7 of 8 people found the following review helpful
- Published on Amazon.com
WILD GRASS (LES HERBES FOLLES) is based on the novel 'L'incident' by Christian Gailly, a writer who delights in taking simple incidents and pushing them to the extremes of climax beyond which few would ever dream. But Alain Resnais has taken this novel (adapted by Alex Reval and Laurent Herbiet), infused it with his own characteristic joy of playing reality versus imagination, memory versus illusion, and has come up with a film that will likely have a limited audience, but for those who delight in letting go and simply flying along with the imagination of a genius or two, then WILD GRASS will satisfy and more.
The story is a romance in the manner of a hesitation waltz. The story is narrated (by Edouard Baer) to give the opening aspects of the story momentum. Marguerite Muir (Sabine Azéma), a dentist and Spitfire pilot, has just purchased shoes and leaves the store when her handbag is snatched by a running thief. Later, the aging Georges Palet (André Dussollier) finds a red wallet in a parking lot, examines the contents, struggles with the burden of what to do, and finally turns the wallet in to the police, Bernard de Bordeaux (Mathieu Amalric) who takes his name in case there is a reward. Georges returns home to his wife Suzanne (Anne Consigny), who understands that Georges' strange behavior since his father's recent death may be enhanced by a new predicament: Georges is worried about the incident. He places telephone calls to Marguerite, visits her home, writers her letters - all of which confounds him as to his obsession with the woman he has never met. Georges family (he has two children) find his preoccupation strange and indeed Georges seems to have a dark secret from his past that causes him to have minor verbal explosions that seem wholly inappropriate. The incident becomes his life.
Meanwhile Marguerite shares her 'stalker' with her fellow dental assistant Josepha (Emmanuelle Devos) who attempts to manage Marguerite's change in behavior. Marguerite now is the one who needs to know more about Georges and stalks him. Ultimately Marguerite invites Georges to accompany her and her fellow pilots on a practice flight and a wildly entertaining practice flight game ensues: both Georges and Marguerite navigate the social protocols of giving and acknowledging appreciation and this bizarre catch as catch can romance comes to a Hollywood end - complete with flashbacks to old films etc. The audience is left to figure out just what has really happened - is this a wild love story on a collision course or is it simply a pair of fantasias played by two strange, emotionally isolated, and bored people, longing for life to perk up a bit?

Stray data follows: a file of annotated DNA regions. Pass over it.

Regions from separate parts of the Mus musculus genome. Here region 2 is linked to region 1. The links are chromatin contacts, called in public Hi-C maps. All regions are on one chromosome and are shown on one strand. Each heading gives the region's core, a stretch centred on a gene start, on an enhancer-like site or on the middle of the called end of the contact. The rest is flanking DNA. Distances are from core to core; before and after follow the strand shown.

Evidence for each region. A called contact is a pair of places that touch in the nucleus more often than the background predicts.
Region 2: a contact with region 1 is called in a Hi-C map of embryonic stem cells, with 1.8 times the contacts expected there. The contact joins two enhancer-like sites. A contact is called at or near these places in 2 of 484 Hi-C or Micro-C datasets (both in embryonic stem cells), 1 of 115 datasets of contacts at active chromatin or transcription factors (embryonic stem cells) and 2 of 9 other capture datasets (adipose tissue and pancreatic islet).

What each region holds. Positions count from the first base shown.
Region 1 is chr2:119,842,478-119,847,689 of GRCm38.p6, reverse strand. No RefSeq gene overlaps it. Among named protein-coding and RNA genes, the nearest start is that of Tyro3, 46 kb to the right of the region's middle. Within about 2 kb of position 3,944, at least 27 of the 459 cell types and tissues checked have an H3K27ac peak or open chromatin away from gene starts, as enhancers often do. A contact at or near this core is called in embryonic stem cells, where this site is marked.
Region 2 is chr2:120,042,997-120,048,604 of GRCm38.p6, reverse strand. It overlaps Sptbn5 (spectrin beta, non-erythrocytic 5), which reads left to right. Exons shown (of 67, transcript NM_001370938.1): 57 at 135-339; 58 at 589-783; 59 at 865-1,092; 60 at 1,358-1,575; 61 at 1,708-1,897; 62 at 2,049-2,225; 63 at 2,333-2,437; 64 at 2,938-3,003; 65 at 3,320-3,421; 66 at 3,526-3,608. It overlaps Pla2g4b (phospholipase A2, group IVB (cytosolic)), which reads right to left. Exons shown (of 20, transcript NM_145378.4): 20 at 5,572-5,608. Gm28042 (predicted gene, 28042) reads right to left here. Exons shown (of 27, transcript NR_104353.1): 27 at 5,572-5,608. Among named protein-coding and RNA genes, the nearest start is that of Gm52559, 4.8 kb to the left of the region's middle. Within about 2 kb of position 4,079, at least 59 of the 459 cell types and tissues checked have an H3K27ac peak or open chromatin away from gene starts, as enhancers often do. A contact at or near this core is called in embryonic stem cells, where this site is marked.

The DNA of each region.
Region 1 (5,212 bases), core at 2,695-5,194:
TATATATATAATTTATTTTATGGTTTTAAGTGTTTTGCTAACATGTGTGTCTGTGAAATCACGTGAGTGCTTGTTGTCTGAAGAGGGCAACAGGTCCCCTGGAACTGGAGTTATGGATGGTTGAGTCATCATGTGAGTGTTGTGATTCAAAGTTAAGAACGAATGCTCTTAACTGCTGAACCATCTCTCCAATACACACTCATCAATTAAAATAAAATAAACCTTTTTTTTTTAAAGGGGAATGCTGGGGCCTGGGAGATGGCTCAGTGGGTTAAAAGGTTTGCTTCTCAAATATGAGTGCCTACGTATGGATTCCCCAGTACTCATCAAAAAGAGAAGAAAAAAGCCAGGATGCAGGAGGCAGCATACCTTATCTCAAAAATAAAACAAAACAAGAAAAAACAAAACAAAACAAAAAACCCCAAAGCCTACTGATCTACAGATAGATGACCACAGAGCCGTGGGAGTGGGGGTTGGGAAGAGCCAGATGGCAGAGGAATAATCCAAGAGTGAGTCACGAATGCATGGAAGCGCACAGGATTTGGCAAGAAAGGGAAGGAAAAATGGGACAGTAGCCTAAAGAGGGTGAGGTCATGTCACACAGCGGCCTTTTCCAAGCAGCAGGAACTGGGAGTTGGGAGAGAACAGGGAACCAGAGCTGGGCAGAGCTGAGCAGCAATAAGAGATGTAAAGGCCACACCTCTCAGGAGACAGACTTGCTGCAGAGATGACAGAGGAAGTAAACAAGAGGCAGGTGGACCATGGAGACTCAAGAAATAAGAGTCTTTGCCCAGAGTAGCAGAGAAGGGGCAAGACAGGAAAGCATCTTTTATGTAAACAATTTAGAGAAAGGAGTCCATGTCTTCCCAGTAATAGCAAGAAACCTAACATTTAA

Just as the title WILD GRASS suggests, little incidents (or invasions of wild grass into cracks and interstices quite by accident) can cause a butterfly effect and that is where the now 87 year old Resnais feels most at home. The irresistibly colorful cinematography is courtesy Eric Gautier and the perfect musical scoring is by Mark Snow. The danger in any kind of surrealism theme is that the audience becomes concerned that much of it doesn't make since. And so it is here, where even with the aid of the narrator there are many twists and turns that seem simply flights of fancy - and they probably are! Grady Harp, October 10
4 of 4 people found the following review helpful
- Published on Amazon.com
There is a fair amount of sheer whimsy in the film--a characteristic Nouvelle Vague feature that sometimes works, coming across as fresh and unexpected, and sometimes sort of falls flat, seeming merely throwaway, unserious.
But the film as a whole I found fascinating and wonderfully suggestive, particularly its guiding metaphor. This compares wild grass--uncultivated, uncared for, appearing in and around things of more usefulness (a paradigm case insisted upon by the film's opening credits is that of grass growing in cracks of pavement and tarmac)--to stray relationships, equally unplanned and uncultivated, that can sprout up in the cracks of more ordered segments of life, out of seemingly trivial encounters.
The central characters in Herbes Folles are not friends, not business acquaintances, not neighbors, not lovers (even Truffaut's famous menage a trois in Jules et Jim has more solid substance than what Resnais offers up here, though clearly we're dealing with similar inspirations and approaches)--their relationship has no rationale, no name, so it has no rules or accepted conventions, either. This makes it fraught, susceptible to endless hesitations and uncertainties, second guessings and regrets--in fact its very pointlessness renders it curiously intense, there being no established roles available to fall back into in case of missteps, the way an unsteady acrobat can drop into a net.
In this respect, the film is actually about freshness and unexpectedness: these aren't just inherited tics of a French film school. I found Resnais here to be thought-provoking in the same way that Dostoevsky is thought-provoking: people and their relationships are shown as fundamentally unpredictable, mysterious even to themselves.
2 of 2 people found the following review helpful
- Published on Amazon.com